Three Easy Steps to Hypocrisy

Not everyone excels at hypocrisy. While the majority of the world believes Christians own the ring on this one, some of us might need a little help. Knowing this, I’ve created a simple strategy that will assist anyone seeking to live in opposition to his or her proclaimed beliefs.

Step 1: Research the right things to do.

I have been a blogger for nearly seven years and have expended great amounts of time and energy during those years researching how to be a good writer, a better blogger and an overall effective communicator.

Step 2: Tell others about what you’ve learned.

Last week I led a short teaching session on how to blog and blog well. One of my main points was that consistency is more important that frequency. It’s better to communicate regularly than to suffer ebbs and flows of informational eruptions.

Step 3: Proceed to publicly ignore what you’ve learned and taught.

Since that little teaching session I have blogged a grand total of … once. Yup. Once in two weeks. This after series that blasted readers daily for a week. Oh, and I’ve also completely neglected twitter and facebook because, clearly, THAT’s sign of consistency.

Say what you mean and mean what you say.

Our family motto was all about transparency and consistency. I learned it growing up and hold tightly to it today. Like most people, I abhor hypocrisy. (If you missed the sarcasm in the first part of this post, please take note of it now.) I can’t stand contradictions of proclaim and deed … and yet I do it all the time. The motto is great, but it is far easier said than done. Goals, values and momentum are far easier to set than to maintain.

Sometimes we set our goals to unreachable heights.

Sometimes we fail to internalize our values to the degree that living by them is of utmost importance.

And sometimes life just interrupts.

Lately I haven’t written, by I have made significant progress in cleaning out our basement. I haven’t blogged, but I have finally finished painting our dining room and ordering replacement furniture. (All remaining visages of Hurricane Sandy and her impact on our home are now gone! YAY!) I haven’t socialized much, but I have attended every baseball game, softball game, piano practice and ballet event with my kids. (The girl’s recital is on Sunday! I can’t wait!)

I am completely okay with these choices. No offense to you, but I consider my family to be far more important than my readers or career. And I know that soon enough these projects and seasons will end and then we’ll settle back into predictable consistency.

Interruptions, by definition, are temporary. They cease eventually and then all (or at least “most”) returns to normal. Falling victim to interruptions or prioritizing life’s many roles doesn’t equate to hypocrisy. Allowing interruptions to become the norm, however, might.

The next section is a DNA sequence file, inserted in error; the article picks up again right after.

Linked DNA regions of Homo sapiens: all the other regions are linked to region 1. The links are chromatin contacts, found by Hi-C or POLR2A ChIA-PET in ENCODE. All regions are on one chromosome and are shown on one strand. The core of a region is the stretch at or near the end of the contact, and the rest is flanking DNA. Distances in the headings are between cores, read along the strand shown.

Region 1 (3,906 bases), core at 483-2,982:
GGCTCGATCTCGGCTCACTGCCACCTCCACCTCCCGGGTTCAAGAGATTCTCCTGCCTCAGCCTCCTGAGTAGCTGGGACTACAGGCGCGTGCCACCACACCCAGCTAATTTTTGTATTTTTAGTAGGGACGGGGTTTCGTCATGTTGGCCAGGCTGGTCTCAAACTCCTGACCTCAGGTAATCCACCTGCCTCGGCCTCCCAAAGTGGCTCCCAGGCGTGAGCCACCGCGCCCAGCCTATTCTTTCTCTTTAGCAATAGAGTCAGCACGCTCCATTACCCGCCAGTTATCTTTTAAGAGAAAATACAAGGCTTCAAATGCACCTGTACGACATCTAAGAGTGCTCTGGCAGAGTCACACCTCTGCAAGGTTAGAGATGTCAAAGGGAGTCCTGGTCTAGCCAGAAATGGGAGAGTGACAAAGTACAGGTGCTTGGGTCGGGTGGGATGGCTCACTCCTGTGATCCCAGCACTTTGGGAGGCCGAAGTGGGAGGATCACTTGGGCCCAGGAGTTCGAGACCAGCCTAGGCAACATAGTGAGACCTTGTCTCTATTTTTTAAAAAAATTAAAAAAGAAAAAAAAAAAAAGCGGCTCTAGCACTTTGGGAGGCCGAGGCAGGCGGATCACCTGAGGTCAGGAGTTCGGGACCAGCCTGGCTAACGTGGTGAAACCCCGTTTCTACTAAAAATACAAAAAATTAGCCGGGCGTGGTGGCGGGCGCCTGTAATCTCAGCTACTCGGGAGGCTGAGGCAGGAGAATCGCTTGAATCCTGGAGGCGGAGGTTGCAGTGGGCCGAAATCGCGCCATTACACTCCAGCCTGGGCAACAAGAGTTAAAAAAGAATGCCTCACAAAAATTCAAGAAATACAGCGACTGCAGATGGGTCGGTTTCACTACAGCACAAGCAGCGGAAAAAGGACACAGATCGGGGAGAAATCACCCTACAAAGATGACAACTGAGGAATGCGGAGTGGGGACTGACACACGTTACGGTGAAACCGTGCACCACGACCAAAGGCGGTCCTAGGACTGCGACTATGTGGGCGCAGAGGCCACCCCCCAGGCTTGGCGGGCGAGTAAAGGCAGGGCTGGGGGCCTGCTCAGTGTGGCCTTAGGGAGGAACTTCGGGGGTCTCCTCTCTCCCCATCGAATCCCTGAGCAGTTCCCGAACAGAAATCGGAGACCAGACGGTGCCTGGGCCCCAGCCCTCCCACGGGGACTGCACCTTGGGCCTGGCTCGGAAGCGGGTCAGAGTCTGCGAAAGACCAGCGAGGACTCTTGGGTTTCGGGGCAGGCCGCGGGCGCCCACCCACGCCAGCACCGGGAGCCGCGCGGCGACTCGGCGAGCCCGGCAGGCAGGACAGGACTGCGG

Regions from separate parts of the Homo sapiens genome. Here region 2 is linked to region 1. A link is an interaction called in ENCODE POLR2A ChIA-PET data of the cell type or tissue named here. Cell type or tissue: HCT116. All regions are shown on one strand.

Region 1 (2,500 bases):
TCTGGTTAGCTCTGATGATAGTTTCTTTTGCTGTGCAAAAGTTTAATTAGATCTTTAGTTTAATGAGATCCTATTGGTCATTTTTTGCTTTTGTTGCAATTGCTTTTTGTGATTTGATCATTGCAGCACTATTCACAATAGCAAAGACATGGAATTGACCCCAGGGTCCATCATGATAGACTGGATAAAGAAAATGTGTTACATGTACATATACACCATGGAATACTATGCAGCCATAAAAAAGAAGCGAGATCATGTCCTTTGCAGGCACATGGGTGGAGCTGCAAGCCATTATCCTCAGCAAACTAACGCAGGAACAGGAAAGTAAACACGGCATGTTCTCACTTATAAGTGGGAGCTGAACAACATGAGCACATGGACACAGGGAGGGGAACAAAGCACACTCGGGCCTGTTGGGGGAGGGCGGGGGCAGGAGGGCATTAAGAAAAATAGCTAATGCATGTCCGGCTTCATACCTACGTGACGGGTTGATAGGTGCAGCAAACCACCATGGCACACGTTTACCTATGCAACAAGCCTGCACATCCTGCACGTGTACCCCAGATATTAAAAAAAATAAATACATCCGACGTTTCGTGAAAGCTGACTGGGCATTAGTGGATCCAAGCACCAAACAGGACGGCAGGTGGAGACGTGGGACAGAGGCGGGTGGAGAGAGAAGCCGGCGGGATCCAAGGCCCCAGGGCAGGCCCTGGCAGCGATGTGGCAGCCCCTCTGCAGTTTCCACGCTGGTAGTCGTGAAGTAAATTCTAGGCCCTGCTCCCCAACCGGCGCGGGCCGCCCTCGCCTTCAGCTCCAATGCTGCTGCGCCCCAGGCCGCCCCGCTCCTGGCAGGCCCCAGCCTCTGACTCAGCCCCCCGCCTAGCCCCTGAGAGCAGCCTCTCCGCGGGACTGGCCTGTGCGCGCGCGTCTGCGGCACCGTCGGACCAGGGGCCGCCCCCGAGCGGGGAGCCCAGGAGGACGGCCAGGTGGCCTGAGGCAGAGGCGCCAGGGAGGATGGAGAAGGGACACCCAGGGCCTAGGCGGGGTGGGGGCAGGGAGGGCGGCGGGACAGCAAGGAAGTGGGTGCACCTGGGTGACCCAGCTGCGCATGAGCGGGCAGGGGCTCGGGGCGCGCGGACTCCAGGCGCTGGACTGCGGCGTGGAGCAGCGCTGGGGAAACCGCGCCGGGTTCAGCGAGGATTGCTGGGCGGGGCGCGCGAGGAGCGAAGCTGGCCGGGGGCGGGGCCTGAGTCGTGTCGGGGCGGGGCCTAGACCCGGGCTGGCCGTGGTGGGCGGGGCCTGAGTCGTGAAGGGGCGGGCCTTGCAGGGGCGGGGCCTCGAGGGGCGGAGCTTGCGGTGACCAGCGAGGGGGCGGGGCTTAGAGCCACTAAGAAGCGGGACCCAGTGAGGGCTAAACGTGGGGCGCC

Contradicting yourself once in a while is human. We all do it. A lifestyle of contradiction is hypocrisy. This is what we are called to avoid.

1 peter 2.1.3

As I read through 1 Peter this morning I couldn’t help noticing the implications of transparency. We are to say what we mean and mean what we say because …

  • This grows us to spiritual maturity. (2:2)
  • It provides evidence of our salvation. (1:14–21)
  • It provides testimony of Christ’s excellency. (2:9)
  • It brings honor and glory to God. (1:6-7)

I love verse three of chapter two.

“… if indeed you have tasted that the Lord is good.”

This is an obviously rhetorical qualification. This letter was written to believers. All believers know that the Lord is good! We have tasted it through salvation and blessing. As such, we are called to set aside all that is not good, all that is dishonest and deceitful so that we might “grow up into salvation.” This verse both challenges and comforts. It highlights the ridiculous duplicity of our actions and gently reminds us that God is good … even in the face of our hypocrisy and striving.

5 Tips to Living What You Say

So, how do we set all that aside? How can we avoid living in contradiction to what we believe when we, as humans, are inherently flawed? Here are a few suggestions.

  1. Set reasonable goals and standards for yourself and others. Baby steps, folks. We all want to be great, and we can! But it rarely happens overnight. It takes time.
  2. Fill your mind with truth. Read your Bible. Memorize verses. Listen to truth-speakers and edifying music.
  3. Surround yourself with others who live in truth. Iron sharpens iron. Hang with people you want to be more like.
  4. Establish accountability for those personal minefields. Invite a trusted friend to check in with you on key areas of struggle … and listen humbly when they confront you.
  5. Keep your mouth shut. Don’t broadcast what you think everyone else should do unless you actively apply that truth to your own life.

One last admonishment and then I’m off.

“Do not be conformed to this world, but be transformed by the renewal of your mind, that by testing you may discern what is the will of God, what is good and acceptable and perfect.” — Romans 12:2

Your Turn:

My list of tips is rather short and pretty basic. What advice do you have for living what you say? Or maybe you have tips for confronting hypocrites close to us. How can we lovingly and gently encourage them to live more consistently?

Talk to me!

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